WASHINGTON—The National Museum of Women in the Arts (NMWA) presents Wanderer: Travel Prints by Ellen Day Hale, Oct. 4, 2013 through Jan. 5, 2014. The exhibition features approximately 25 etchings by American artist Ellen Day Hale (1855–1940) as well as materials she used for the full printing process, including printing plates, transfer drawings and painted studies. Hale rose to prominence as a member of the Boston School of painting, a style influenced by French Impressionist and Barbizon painters, featuring vibrant color and mastery of light. Though renowned for her bold portrait paintings, Hale also played an active role in reviving the etching printmaking technique at the turn of the 20th century. After pursuing art training in Paris, Hale traveled extensively through Europe, the Middle East and America. The artist’s evocative landscape prints demonstrate a more contemplative mood than her bold painted portraits, which in 1887 earned a reviewer’s backhanded compliment of “display[ing] a man’s strength.” Drawn from NMWA’s collection, Wanderer: Travel Prints by Ellen Day Hale presents the artist’s intricately detailed etchings of the cities, landscapes and people that she encountered on her journeys.
Born in Worcester, Massachusetts, Hale displayed an early interest in drawing and was likely first taught by her aunt Susan Hale, a successful watercolorist and advocate for the advancement of women in the arts. Hale’s other accomplished family members included her father, Edward Everett Hale, an author and chaplain of the United States Senate, and her great-aunt Harriet Beecher Stowe, author of Uncle Tom’s Cabin.
Hale received formal art training from Boston sculptor William Rimmer before moving on to drawing and painting classes taught by William Morris Hunt. Rimmer and Hunt were exceptional for their commitment to women’s education. Hale also attended classes at the Pennsylvania Academy of the Fine Arts before embarking on her first trip to Europe, a journey that spurred a lifetime of travel and significantly influenced her as an artist.
On her first journey in 1881–82, Hale traveled to France, Belgium, Holland, Italy and Spain. She spent the majority of her time in France, studying in Paris in the ateliers of Emile-Auguste Carolus-Duran and Jean-Jacques Henner. She also took formal classes at the Jardin des Plantes, the Académie Colarossi and the Académie Julian.
In 1883 Hale returned to the U.S. for two years; during this time she met Gabrielle de Veaux Clements, an artist from Philadelphia who became her lifelong companion and taught her printmaking techniques. Learning to etch enabled Hale to work on an intimate scale, and she used this process to document her extensive travels. Hale’s landscape prints reflect the strong popularity at the turn of the last century of romantic images of faraway locales.
The etching technique was developed during the Renaissance, but it fell out of favor as other printmaking techniques, including lithography, evolved. In the mid-19th century, etching experienced a revival as artists objected to the proliferation of precise, mechanically reproduced illustrations in books and magazines. Hale mastered the etching process, which involves coating a metal plate with an acid-resistant layer through which the artist cuts an image. The plate is immersed in an acid bath, which “bites” the exposed metal, creating depressions in the printing plate.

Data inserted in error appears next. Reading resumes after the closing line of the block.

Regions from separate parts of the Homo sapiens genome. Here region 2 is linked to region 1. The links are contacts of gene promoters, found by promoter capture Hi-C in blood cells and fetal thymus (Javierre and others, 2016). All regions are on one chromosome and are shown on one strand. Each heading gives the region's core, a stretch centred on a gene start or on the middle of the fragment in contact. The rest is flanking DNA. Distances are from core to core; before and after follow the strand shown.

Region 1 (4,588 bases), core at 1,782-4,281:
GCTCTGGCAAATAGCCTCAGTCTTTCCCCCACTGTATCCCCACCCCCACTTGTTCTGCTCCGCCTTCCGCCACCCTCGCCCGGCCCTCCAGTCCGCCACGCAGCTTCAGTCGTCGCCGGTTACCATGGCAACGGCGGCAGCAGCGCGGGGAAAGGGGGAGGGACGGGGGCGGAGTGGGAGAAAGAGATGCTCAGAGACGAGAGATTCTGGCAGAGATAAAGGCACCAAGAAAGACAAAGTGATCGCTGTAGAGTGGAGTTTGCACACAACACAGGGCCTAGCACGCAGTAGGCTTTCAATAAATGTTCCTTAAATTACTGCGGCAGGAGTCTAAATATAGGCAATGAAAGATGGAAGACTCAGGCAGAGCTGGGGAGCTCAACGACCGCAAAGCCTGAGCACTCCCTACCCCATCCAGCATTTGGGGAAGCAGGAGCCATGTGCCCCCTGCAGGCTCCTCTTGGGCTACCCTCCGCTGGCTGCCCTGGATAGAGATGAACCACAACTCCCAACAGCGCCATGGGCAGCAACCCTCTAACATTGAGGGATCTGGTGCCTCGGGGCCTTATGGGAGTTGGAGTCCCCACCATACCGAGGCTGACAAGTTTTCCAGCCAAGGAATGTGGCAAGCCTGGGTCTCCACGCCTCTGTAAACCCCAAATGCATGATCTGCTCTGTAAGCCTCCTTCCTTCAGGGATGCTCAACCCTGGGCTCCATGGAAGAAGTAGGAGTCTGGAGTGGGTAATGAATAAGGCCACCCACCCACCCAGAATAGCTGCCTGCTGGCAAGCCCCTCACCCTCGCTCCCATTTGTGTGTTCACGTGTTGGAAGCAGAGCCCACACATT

In 1885, after returning to Paris, Hale wrote about her experiences for the newspaper Boston Traveller, encouraging female artists to travel abroad. She continued her own travels, venturing to California in the early 1890s. She produced a number of etchings of former Spanish missions, including San Juan Capistrano (c. 1893). Her etching of the mission, which was abandoned at the time, captures the ruins of the Great Stone Church amid the rugged Western landscape.
Hale returned to Massachusetts in 1893. However, she continued to travel throughout the rest of her life, touring Europe in 1895, traveling through France and Sicily in 1921–22, and visiting Egypt, Syria and Palestine in 1929. This trip inspired Milk Delivery, Cairo (1930). Hale also traveled throughout the U.S., visiting Colorado, Nevada, Arizona and South Carolina.
National Museum of Women in the Arts
Founded in 1981 and opened in 1987, NMWA is the only museum solely dedicated to celebrating the achievements of women in the visual, performing and literary arts. The museum’s collection features 4,500 works from the 16th century to the present created by more than 1,000 artists, including Mary Cassatt, Frida Kahlo, Alma Thomas, Lee Krasner, Louise Bourgeois, Chakaia Booker and Nan Goldin, along with special collections of 18th-century silver tableware and botanical prints. NMWA is located at 1250 New York Avenue, NW, Washington, D.C., in a landmark building near the White House. It is open Monday–Saturday, 10 a.m.–5 p.m. and Sunday, noon–5 p.m. For information, call 202-783-5000 or visit www.nmwa.org. Admission is $10 for adults, $8 for visitors 65 and over and students, and free for NMWA Members and youths 18 and under. Free Community Days are on the first Sunday of the month. For more information about NMWA, visit www.nmwa.org, Broad Strokes Blog, Facebook or Twitter.